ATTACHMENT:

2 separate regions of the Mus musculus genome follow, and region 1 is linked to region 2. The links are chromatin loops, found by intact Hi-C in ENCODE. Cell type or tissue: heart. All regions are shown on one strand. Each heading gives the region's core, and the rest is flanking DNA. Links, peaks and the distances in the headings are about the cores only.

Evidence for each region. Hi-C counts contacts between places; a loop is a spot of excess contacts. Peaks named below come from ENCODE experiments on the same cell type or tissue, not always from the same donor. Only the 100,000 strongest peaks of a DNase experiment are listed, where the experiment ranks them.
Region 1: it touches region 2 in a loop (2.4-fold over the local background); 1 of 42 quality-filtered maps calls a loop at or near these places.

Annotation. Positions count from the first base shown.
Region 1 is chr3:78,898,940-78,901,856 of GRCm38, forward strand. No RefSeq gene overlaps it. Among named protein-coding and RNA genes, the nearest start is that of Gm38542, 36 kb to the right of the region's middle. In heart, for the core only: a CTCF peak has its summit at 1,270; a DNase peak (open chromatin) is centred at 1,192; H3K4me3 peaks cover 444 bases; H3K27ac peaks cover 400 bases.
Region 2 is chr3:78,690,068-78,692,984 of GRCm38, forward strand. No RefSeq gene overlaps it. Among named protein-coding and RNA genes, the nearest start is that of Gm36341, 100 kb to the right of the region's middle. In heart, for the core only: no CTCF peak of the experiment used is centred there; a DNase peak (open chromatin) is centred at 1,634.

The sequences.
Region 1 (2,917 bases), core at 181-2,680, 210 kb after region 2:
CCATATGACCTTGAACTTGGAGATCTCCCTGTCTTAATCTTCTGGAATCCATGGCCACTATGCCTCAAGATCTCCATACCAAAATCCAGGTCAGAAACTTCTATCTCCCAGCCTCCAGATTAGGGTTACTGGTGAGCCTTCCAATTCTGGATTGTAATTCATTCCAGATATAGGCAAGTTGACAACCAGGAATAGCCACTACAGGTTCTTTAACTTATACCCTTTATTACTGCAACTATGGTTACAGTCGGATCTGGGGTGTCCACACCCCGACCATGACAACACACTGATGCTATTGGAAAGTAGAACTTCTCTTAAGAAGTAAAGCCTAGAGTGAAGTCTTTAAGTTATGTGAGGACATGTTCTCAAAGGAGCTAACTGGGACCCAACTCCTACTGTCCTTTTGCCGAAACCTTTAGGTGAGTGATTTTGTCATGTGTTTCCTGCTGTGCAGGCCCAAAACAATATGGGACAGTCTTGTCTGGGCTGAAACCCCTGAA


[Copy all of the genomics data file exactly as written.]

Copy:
2 separate regions of the Mus musculus genome follow, and region 1 is linked to region 2. The links are chromatin loops, found by intact Hi-C in ENCODE. Cell type or tissue: heart. All regions are shown on one strand. Each heading gives the region's core, and the rest is flanking DNA. Links, peaks and the distances in the headings are about the cores only.

Evidence for each region. Hi-C counts contacts between places; a loop is a spot of excess contacts. Peaks named below come from ENCODE experiments on the same cell type or tissue, not always from the same donor. Only the 100,000 strongest peaks of a DNase experiment are listed, where the experiment ranks them.
Region 1: it touches region 2 in a loop (2.4-fold over the local background); 1 of 42 quality-filtered maps calls a loop at or near these places.

Annotation. Positions count from the first base shown.
Region 1 is chr3:78,898,940-78,901,856 of GRCm38, forward strand. No RefSeq gene overlaps it. Among named protein-coding and RNA genes, the nearest start is that of Gm38542, 36 kb to the right of the region's middle. In heart, for the core only: a CTCF peak has its summit at 1,270; a DNase peak (open chromatin) is centred at 1,192; H3K4me3 peaks cover 444 bases; H3K27ac peaks cover 400 bases.
Region 2 is chr3:78,690,068-78,692,984 of GRCm38, forward strand. No RefSeq gene overlaps it. Among named protein-coding and RNA genes, the nearest start is that of Gm36341, 100 kb to the right of the region's middle. In heart, for the core only: no CTCF peak of the experiment used is centred there; a DNase peak (open chromatin) is centred at 1,634.

The sequences.
Region 1 (2,917 bases), core at 181-2,680, 210 kb after region 2:
CCATATGACCTTGAACTTGGAGATCTCCCTGTCTTAATCTTCTGGAATCCATGGCCACTATGCCTCAAGATCTCCATACCAAAATCCAGGTCAGAAACTTCTATCTCCCAGCCTCCAGATTAGGGTTACTGGTGAGCCTTCCAATTCTGGATTGTAATTCATTCCAGATATAGGCAAGTTGACAACCAGGAATAGCCACTACAGGTTCTTTAACTTATACCCTTTATTACTGCAACTATGGTTACAGTCGGATCTGGGGTGTCCACACCCCGACCATGACAACACACTGATGCTATTGGAAAGTAGAACTTCTCTTAAGAAGTAAAGCCTAGAGTGAAGTCTTTAAGTTATGTGAGGACATGTTCTCAAAGGAGCTAACTGGGACCCAACTCCTACTGTCCTTTTGCCGAAACCTTTAGGTGAGTGATTTTGTCATGTGTTTCCTGCTGTGCAGGCCCAAAACAATATGGGACAGTCTTGTCTGGGCTGAAACCCCTGAA